Scripting languages were like scrappy guerrilla groups. They often had a strong leader with a vision, but few resources. The programming languages were more serious. They were often backed by giant corporate interests who spent millions training and equipping programmers. The fighting was intense.
Programmers of all stripes were involved. They fought for jobs, for identity, for mindshare, and for popularity. Nobody was fired for choosing Java. Meanwhile, many languages struggled against misconceptions like that scripting languages are slow or a language with a prompt must be interpreted, not compiled. The last squirmishes are still being fought about types. But in general, the fighting is over.
So who won? Well, I think we all did. I am constantly hearing about large companies who use multiple languages—not just one or two, but five or six. Friends I had who were absolutely against anything besides Java are asking me for advice about Clojure. Many companies are developing their own languages, adding to the mix. Programmers now typically know three or four languages well and can switch between them fluently. As programmers, we are no longer defined by our language choice. We have mobility between technologies. And we have more choice of technology than ever.
A bunch of other things happened as well, but the absolute biggest thing, in my opinion, is that the industry has been dominated demographically by post-web programmers. They have different attitudes from the ideas I was taught in college back in 1998.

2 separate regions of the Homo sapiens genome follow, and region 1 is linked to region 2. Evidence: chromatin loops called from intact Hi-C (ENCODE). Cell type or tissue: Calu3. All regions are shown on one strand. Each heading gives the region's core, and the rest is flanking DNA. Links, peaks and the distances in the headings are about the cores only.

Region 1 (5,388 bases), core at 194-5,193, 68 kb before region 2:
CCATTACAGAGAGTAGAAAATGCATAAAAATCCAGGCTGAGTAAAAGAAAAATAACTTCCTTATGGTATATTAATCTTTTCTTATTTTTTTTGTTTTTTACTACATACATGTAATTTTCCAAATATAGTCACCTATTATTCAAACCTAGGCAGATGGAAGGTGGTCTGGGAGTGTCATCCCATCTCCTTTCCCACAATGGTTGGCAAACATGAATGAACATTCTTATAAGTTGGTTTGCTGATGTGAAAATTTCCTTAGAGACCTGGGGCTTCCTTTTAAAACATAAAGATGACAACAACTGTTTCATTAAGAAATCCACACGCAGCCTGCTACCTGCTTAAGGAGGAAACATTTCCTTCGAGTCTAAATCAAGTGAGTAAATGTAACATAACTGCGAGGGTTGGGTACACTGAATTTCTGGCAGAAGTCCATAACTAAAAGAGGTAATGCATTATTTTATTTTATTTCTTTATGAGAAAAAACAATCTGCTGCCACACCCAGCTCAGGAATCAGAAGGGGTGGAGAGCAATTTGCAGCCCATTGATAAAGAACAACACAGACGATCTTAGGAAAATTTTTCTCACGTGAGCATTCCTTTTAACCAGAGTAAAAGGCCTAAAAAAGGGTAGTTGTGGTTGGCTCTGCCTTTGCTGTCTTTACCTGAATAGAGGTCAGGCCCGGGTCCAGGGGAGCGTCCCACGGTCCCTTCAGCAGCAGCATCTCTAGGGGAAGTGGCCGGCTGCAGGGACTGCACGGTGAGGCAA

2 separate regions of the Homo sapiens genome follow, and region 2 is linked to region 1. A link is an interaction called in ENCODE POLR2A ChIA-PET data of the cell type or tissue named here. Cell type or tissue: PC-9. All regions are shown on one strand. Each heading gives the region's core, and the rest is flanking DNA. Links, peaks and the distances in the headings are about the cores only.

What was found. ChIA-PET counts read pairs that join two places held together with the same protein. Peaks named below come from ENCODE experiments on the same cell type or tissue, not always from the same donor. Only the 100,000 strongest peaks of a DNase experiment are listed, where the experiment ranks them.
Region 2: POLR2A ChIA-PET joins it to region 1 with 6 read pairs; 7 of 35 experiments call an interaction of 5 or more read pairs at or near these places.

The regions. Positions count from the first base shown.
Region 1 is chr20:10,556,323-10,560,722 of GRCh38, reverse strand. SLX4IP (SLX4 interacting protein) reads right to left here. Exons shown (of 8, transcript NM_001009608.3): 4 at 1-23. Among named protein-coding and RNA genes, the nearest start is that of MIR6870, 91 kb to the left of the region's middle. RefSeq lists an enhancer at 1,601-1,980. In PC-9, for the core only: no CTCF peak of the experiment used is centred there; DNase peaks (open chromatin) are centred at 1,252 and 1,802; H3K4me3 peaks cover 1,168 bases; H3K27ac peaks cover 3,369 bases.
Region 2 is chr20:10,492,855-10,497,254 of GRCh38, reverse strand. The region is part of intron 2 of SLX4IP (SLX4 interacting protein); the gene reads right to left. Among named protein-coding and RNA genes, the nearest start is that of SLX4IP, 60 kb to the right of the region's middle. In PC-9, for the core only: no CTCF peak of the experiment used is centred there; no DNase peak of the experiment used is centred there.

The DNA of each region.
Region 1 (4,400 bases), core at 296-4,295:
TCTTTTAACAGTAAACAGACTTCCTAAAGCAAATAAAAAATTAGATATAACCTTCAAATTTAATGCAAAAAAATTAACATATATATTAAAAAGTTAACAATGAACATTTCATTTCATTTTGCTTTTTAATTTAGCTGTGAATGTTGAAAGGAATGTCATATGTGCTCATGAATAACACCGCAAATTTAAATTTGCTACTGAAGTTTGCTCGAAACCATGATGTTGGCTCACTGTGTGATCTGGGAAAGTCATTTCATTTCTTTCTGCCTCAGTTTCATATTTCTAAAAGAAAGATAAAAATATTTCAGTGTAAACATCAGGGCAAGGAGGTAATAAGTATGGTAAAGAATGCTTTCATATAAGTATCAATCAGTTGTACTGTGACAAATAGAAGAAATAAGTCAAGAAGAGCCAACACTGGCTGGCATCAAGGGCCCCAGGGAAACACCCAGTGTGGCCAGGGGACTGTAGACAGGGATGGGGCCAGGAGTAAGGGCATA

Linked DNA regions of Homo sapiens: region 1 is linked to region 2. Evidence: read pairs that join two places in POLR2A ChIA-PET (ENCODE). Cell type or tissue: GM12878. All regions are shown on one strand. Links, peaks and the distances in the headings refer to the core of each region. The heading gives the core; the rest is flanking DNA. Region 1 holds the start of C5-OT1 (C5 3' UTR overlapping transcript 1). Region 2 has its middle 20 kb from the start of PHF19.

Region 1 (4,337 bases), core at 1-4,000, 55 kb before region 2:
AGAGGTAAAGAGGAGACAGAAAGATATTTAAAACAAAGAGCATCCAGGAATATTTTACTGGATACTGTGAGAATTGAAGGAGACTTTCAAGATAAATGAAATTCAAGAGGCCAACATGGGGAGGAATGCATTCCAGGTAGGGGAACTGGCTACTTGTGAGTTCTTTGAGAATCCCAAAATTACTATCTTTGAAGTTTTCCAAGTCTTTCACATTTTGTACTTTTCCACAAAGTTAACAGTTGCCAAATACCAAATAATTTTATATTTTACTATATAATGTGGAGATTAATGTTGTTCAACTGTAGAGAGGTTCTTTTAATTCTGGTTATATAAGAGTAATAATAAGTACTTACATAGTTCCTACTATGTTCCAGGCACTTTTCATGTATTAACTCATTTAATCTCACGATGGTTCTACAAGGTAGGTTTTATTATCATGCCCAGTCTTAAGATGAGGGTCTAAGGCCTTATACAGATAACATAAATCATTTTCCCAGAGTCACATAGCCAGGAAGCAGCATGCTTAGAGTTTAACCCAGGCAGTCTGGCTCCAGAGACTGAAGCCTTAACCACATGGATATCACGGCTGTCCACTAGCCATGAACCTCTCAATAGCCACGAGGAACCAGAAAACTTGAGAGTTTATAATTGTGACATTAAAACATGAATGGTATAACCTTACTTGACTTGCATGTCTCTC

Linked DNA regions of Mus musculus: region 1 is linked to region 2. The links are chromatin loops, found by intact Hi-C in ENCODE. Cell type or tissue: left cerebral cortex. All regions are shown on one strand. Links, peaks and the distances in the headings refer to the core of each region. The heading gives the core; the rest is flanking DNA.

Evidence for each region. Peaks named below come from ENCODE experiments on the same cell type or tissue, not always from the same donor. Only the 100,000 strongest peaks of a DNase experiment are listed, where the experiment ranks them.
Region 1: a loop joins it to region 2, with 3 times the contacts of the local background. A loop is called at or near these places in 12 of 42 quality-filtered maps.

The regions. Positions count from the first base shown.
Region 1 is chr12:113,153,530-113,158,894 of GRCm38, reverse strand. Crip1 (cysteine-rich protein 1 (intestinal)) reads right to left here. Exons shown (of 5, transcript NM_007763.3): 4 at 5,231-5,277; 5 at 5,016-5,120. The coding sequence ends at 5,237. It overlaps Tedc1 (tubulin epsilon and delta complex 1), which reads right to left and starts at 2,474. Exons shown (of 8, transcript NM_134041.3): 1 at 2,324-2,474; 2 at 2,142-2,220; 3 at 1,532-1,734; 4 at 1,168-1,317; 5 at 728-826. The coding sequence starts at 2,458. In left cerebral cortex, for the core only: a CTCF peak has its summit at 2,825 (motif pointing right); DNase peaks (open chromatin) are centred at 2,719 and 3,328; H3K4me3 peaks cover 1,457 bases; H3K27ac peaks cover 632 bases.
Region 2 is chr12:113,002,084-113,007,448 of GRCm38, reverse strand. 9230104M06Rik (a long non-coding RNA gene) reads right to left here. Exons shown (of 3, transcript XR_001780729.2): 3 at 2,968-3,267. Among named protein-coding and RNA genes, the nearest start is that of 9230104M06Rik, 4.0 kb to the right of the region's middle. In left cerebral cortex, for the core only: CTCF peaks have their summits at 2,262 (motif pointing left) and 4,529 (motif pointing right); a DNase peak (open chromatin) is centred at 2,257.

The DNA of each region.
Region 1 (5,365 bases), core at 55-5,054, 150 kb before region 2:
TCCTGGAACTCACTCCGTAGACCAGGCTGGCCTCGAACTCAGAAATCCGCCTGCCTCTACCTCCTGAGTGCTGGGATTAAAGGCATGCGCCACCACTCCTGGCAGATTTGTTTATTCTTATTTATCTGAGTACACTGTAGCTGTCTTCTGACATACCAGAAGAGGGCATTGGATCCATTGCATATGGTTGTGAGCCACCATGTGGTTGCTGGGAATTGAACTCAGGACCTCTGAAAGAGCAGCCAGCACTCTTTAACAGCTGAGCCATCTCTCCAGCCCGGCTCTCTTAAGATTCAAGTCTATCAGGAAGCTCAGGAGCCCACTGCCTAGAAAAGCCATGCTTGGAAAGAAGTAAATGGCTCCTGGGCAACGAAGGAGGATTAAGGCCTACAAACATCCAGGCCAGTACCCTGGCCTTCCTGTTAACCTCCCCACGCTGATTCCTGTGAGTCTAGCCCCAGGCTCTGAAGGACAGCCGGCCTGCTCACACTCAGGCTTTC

In college, I had to learn VAX assembly. There was a class about how to use a mouse. We had a computer lab filled with Sun workstations (sponsored by Sun, the company behind Java) we did our homework on. Now they've cleared off those same tables so people can bring their own laptops. When we learned C, the book we used was already 20 years old. Students now probably read more words from blogs than from their textbooks.
I, for one, am glad the fighting is over. People are open to learning new programming languages and paradigms. There were real divisions between compiled and scripting languages, between slow and fast languages, between serious and toy languages, and between mainstream and obscure languages. These divisions are dissolving. People freely borrow across languages. And companies hire good programmers, regardless of what language they're familiar with. It's a bright day and only getting brighter.
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